Exit the park and return back to the starting point at Saad Zaghloul Square, take note of the Qasr el Nil lions and proceed to cross the bridge. The bridge (4) is one of Cairo’s prime public spaces for promenading, mostly because of the lack of publicly accessible Nile-side spaces. The bridge is also bi-polar, during the day it is a city bridge dominated by vehicular traffic, while at night it transforms into a social space where the sidewalks throng with couples, friends and families and traffic is squeezed into one lane per direction as the pedestrians park their cars to enjoy the view.
Once across the bridge, you are now entering the vast ambiguously defined urban space that is Tahrir Square (5). From an urban planning perspective this isn’t a typical square in the sense that the relationship between the open space and the architectural edge (how the buildings define and contain the space) is fragmented and lacks form. Much can be said about this part of central Cairo but give yourself time to stand at several points and observe the space, how it is used, how cars and pedestrians flow through it, how security regimes fragment the pedestrian space and have put up obstacles but also how people have taken matters into their own hands to deal with those hurdles to make it work. A particularly clear example of the above mentioned observations is the space directly in front of the Mogamaa building.
[Gomhoreya (Abdeen) Square during Al Fann Midan when the public is invited to make use of the space. On most days however the square isn’t well-used because of lack of basic amenities such as benches, proper lighting, shade trees, restrooms, etc.]
After Tahrir get back on Tahrir Street and stay on it in the direction of Abdeen Palace. Halfway between Tahrir Square and Abdeen Palace there is an interesting urban space, Bab el Louq Square (6). This long elliptical space is surrounded by a collection of buildings from the first decade of the 20th century to the 1960s. A notable building is the central market on the south side of the square. The square was once a major hub for several tram lines but now it has been transformed into a parking lot. It is easy to stand here and imagine a different kind of square where the center is a pedestrian space with benches and shade trees rather than parked cars.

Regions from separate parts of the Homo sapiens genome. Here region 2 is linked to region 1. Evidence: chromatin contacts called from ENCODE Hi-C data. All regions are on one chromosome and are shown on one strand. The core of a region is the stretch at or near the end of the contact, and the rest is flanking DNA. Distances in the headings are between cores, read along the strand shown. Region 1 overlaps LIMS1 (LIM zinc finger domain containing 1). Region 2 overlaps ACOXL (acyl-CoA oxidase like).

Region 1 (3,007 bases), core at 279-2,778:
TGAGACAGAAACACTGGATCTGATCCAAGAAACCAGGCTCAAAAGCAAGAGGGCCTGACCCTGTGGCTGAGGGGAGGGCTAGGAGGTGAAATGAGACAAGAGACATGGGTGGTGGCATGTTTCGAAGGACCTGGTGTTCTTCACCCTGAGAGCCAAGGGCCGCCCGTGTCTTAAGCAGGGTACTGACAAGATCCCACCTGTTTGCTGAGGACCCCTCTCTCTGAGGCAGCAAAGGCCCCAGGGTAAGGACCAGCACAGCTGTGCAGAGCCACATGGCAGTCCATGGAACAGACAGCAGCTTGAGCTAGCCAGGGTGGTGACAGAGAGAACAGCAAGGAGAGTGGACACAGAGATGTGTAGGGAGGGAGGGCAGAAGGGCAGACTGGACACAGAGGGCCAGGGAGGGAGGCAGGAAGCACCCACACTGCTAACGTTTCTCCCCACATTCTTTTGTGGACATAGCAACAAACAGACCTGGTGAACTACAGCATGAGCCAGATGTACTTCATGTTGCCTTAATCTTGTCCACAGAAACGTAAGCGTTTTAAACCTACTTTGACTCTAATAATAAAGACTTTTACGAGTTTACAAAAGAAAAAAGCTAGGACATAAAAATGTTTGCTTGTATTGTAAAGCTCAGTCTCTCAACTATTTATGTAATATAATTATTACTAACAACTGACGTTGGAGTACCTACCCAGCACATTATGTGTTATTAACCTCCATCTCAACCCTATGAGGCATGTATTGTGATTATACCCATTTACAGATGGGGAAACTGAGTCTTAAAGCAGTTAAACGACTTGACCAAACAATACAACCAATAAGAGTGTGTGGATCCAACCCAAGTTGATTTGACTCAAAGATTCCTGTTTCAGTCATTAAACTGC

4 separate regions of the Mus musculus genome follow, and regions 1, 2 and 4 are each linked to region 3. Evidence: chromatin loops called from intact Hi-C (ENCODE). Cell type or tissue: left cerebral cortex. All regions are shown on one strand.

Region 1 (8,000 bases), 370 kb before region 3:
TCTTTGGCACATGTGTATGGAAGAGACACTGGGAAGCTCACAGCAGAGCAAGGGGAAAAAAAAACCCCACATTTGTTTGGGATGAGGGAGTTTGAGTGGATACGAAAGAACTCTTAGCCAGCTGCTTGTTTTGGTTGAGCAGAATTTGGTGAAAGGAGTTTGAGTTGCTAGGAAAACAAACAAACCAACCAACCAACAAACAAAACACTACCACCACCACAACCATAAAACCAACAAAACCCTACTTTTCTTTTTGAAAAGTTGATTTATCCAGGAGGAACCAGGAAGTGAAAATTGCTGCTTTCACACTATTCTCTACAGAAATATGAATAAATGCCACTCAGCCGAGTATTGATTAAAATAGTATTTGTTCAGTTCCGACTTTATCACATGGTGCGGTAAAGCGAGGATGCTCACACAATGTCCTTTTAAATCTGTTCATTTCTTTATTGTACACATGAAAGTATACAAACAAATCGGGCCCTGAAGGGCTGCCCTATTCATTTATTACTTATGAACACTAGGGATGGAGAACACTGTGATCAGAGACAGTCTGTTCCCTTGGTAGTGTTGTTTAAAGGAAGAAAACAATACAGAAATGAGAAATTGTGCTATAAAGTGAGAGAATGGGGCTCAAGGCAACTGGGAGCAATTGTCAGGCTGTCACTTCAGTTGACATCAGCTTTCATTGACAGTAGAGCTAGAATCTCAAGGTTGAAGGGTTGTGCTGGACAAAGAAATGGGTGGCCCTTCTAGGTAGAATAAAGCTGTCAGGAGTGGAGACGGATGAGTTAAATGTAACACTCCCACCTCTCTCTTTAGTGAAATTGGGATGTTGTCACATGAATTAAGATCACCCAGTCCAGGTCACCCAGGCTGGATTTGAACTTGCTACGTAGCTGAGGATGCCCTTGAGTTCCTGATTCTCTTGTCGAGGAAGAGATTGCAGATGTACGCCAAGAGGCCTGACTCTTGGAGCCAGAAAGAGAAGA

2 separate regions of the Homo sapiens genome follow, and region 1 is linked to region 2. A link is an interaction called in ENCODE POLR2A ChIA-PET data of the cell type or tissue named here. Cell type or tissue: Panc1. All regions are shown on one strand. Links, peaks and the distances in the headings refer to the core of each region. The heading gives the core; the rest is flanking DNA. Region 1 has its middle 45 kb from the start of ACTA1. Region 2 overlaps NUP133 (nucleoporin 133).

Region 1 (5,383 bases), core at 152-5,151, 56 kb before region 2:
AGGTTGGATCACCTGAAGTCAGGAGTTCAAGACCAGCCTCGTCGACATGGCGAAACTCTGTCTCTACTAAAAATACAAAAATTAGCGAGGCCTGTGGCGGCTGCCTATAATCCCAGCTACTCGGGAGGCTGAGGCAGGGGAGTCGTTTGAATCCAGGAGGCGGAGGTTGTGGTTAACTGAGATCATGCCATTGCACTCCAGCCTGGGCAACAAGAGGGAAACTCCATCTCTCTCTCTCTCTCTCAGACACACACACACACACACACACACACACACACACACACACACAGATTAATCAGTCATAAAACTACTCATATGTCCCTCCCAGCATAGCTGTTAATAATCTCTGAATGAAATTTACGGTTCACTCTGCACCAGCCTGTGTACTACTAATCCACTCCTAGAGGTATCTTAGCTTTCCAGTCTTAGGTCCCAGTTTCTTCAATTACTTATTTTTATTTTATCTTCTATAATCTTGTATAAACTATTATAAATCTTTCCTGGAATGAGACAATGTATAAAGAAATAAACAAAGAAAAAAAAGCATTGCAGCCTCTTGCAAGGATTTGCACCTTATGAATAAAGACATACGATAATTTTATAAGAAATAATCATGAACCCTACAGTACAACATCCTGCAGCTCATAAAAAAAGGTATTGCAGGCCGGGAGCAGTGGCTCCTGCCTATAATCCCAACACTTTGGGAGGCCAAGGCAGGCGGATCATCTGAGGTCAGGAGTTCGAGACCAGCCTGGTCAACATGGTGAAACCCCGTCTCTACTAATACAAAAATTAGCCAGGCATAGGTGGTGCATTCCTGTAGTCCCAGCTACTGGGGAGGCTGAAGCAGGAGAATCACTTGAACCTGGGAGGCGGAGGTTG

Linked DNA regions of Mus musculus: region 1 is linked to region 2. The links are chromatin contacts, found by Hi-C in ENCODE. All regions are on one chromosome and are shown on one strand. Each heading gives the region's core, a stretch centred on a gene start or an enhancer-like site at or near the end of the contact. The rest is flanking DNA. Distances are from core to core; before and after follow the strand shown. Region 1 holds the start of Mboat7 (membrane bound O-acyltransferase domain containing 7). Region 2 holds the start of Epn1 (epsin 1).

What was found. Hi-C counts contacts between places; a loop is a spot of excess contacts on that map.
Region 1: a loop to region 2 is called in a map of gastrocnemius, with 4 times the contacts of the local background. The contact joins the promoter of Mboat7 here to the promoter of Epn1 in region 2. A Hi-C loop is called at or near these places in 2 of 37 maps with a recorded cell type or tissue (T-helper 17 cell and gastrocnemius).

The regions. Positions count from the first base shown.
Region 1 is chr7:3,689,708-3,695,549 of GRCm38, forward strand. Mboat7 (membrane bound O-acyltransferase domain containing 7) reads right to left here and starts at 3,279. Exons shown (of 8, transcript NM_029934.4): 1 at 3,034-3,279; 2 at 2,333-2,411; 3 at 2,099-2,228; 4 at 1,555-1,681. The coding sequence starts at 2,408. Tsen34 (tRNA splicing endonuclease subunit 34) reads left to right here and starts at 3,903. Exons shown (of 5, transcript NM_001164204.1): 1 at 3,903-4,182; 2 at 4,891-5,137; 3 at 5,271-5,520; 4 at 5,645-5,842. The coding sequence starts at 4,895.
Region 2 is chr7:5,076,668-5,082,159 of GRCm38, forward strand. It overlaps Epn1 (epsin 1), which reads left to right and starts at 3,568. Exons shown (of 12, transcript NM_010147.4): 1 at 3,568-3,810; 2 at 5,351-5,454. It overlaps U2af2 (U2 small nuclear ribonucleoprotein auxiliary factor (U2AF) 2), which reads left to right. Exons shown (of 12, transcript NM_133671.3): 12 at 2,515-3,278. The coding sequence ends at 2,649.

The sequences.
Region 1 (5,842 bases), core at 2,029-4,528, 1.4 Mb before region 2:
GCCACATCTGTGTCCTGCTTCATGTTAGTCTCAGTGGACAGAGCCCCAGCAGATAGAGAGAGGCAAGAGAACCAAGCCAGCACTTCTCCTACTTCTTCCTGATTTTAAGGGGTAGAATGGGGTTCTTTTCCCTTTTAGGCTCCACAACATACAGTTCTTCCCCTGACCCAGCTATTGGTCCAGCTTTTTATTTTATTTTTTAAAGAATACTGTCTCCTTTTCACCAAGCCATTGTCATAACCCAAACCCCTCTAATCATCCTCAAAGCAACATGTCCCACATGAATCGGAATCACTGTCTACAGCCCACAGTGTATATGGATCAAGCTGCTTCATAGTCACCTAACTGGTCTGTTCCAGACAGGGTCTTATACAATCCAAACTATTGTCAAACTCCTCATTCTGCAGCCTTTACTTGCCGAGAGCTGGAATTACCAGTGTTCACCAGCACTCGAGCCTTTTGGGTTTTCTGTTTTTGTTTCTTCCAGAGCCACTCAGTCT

Continue on Tahrir Street towards Al Gomhoreya Square (Republic Square) facing Abdeen Palace (7). This is an important space in modern Cairo’s urban history because it is facing the modern seat of power which moved to this location from the Citadel in the 1860s and it was also the site where after the military coup of 1952 the power of the new regime was put on display in the form of military parades. Today the square is where Al Fann Midan street festival takes place on the first Saturday of every month, a new chapter it the square’s life which reflects the political events of last year.
This is another city square with history and potential for increased public life. With some simple design interventions the square could be far more pedestrian friendly. To the north are the buildings of the municipality (governorate) and to the south is a fragmented fabric of residential buildings. This square is significant urbanistically because it is one of three major spaces in Cairo which link the pre-19th century city with the 19th century expansion. The other two spaces are Azbakeya Garden and Ramses Square.
Conclude your walk by exploring Mohamed Farid Square (8), at the beginning of Emad Eddin Street, one of modern Cairo’s most beautiful and important streets. The square is one of 9 circular square scattered around downtown Cairo. Note the contrast between this space and Talaat Harb Square (9) when it comes to the way the architecture defines the urban space. The architectural container of Mohamed Farid is a collage of shapes, sizes and architectural styles that reflect a greater economic diversity than its counterpart at Talaat Harb. Also note in all of these circular squares how pedestrians, shops and vehicular traffic interact. Most of these circular squares are adorned by statues of figures from Egypt’s modern history.
Further reading related to this walk is Cairo’s Street Stories:Exploring the City’s Statues, Squares, Bridges, Gardens, and Sidewalk Cafés by Lesley Lababidi, published by AUC Press.